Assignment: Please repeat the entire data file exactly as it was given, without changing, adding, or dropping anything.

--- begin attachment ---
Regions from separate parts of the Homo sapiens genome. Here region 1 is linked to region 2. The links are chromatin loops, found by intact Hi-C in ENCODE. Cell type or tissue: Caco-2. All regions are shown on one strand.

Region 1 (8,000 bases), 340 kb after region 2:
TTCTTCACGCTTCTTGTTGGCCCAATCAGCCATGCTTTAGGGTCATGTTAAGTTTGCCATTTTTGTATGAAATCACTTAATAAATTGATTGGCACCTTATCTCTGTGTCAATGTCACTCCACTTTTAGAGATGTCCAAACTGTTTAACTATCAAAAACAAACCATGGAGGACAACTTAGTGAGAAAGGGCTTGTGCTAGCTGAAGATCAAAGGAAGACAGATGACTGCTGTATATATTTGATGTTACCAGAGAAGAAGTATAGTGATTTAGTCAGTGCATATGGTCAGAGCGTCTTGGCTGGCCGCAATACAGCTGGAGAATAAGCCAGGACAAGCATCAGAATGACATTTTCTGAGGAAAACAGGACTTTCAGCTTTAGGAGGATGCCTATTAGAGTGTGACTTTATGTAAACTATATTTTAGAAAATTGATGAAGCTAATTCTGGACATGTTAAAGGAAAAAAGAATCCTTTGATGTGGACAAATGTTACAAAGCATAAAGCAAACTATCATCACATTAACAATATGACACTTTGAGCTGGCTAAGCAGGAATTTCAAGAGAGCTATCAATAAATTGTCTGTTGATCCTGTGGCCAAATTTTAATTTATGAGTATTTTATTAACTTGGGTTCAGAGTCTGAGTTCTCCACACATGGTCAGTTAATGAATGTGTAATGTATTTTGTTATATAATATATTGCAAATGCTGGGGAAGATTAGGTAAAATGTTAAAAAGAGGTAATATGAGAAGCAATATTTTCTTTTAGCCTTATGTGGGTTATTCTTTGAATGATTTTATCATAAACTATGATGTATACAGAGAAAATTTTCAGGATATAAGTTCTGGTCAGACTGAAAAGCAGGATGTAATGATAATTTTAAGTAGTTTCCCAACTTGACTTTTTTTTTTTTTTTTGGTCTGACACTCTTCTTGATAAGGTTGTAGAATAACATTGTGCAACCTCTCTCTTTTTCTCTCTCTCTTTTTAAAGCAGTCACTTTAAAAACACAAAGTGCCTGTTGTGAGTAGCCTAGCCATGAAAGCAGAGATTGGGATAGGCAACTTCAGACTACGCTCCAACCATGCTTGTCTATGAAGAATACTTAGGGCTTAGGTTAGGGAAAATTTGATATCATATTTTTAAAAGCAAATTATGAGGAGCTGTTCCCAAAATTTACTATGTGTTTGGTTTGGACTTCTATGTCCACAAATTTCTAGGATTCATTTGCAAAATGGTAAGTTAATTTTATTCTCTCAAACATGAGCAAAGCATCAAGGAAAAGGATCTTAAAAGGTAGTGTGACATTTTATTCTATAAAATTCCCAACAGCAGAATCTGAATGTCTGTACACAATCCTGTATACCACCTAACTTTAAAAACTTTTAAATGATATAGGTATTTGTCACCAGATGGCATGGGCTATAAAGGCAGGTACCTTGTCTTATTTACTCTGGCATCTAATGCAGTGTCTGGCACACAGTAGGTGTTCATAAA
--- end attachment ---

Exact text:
Regions from separate parts of the Homo sapiens genome. Here region 1 is linked to region 2. The links are chromatin loops, found by intact Hi-C in ENCODE. Cell type or tissue: Caco-2. All regions are shown on one strand.

Region 1 (8,000 bases), 340 kb after region 2:
TTCTTCACGCTTCTTGTTGGCCCAATCAGCCATGCTTTAGGGTCATGTTAAGTTTGCCATTTTTGTATGAAATCACTTAATAAATTGATTGGCACCTTATCTCTGTGTCAATGTCACTCCACTTTTAGAGATGTCCAAACTGTTTAACTATCAAAAACAAACCATGGAGGACAACTTAGTGAGAAAGGGCTTGTGCTAGCTGAAGATCAAAGGAAGACAGATGACTGCTGTATATATTTGATGTTACCAGAGAAGAAGTATAGTGATTTAGTCAGTGCATATGGTCAGAGCGTCTTGGCTGGCCGCAATACAGCTGGAGAATAAGCCAGGACAAGCATCAGAATGACATTTTCTGAGGAAAACAGGACTTTCAGCTTTAGGAGGATGCCTATTAGAGTGTGACTTTATGTAAACTATATTTTAGAAAATTGATGAAGCTAATTCTGGACATGTTAAAGGAAAAAAGAATCCTTTGATGTGGACAAATGTTACAAAGCATAAAGCAAACTATCATCACATTAACAATATGACACTTTGAGCTGGCTAAGCAGGAATTTCAAGAGAGCTATCAATAAATTGTCTGTTGATCCTGTGGCCAAATTTTAATTTATGAGTATTTTATTAACTTGGGTTCAGAGTCTGAGTTCTCCACACATGGTCAGTTAATGAATGTGTAATGTATTTTGTTATATAATATATTGCAAATGCTGGGGAAGATTAGGTAAAATGTTAAAAAGAGGTAATATGAGAAGCAATATTTTCTTTTAGCCTTATGTGGGTTATTCTTTGAATGATTTTATCATAAACTATGATGTATACAGAGAAAATTTTCAGGATATAAGTTCTGGTCAGACTGAAAAGCAGGATGTAATGATAATTTTAAGTAGTTTCCCAACTTGACTTTTTTTTTTTTTTTTGGTCTGACACTCTTCTTGATAAGGTTGTAGAATAACATTGTGCAACCTCTCTCTTTTTCTCTCTCTCTTTTTAAAGCAGTCACTTTAAAAACACAAAGTGCCTGTTGTGAGTAGCCTAGCCATGAAAGCAGAGATTGGGATAGGCAACTTCAGACTACGCTCCAACCATGCTTGTCTATGAAGAATACTTAGGGCTTAGGTTAGGGAAAATTTGATATCATATTTTTAAAAGCAAATTATGAGGAGCTGTTCCCAAAATTTACTATGTGTTTGGTTTGGACTTCTATGTCCACAAATTTCTAGGATTCATTTGCAAAATGGTAAGTTAATTTTATTCTCTCAAACATGAGCAAAGCATCAAGGAAAAGGATCTTAAAAGGTAGTGTGACATTTTATTCTATAAAATTCCCAACAGCAGAATCTGAATGTCTGTACACAATCCTGTATACCACCTAACTTTAAAAACTTTTAAATGATATAGGTATTTGTCACCAGATGGCATGGGCTATAAAGGCAGGTACCTTGTCTTATTTACTCTGGCATCTAATGCAGTGTCTGGCACACAGTAGGTGTTCATAAA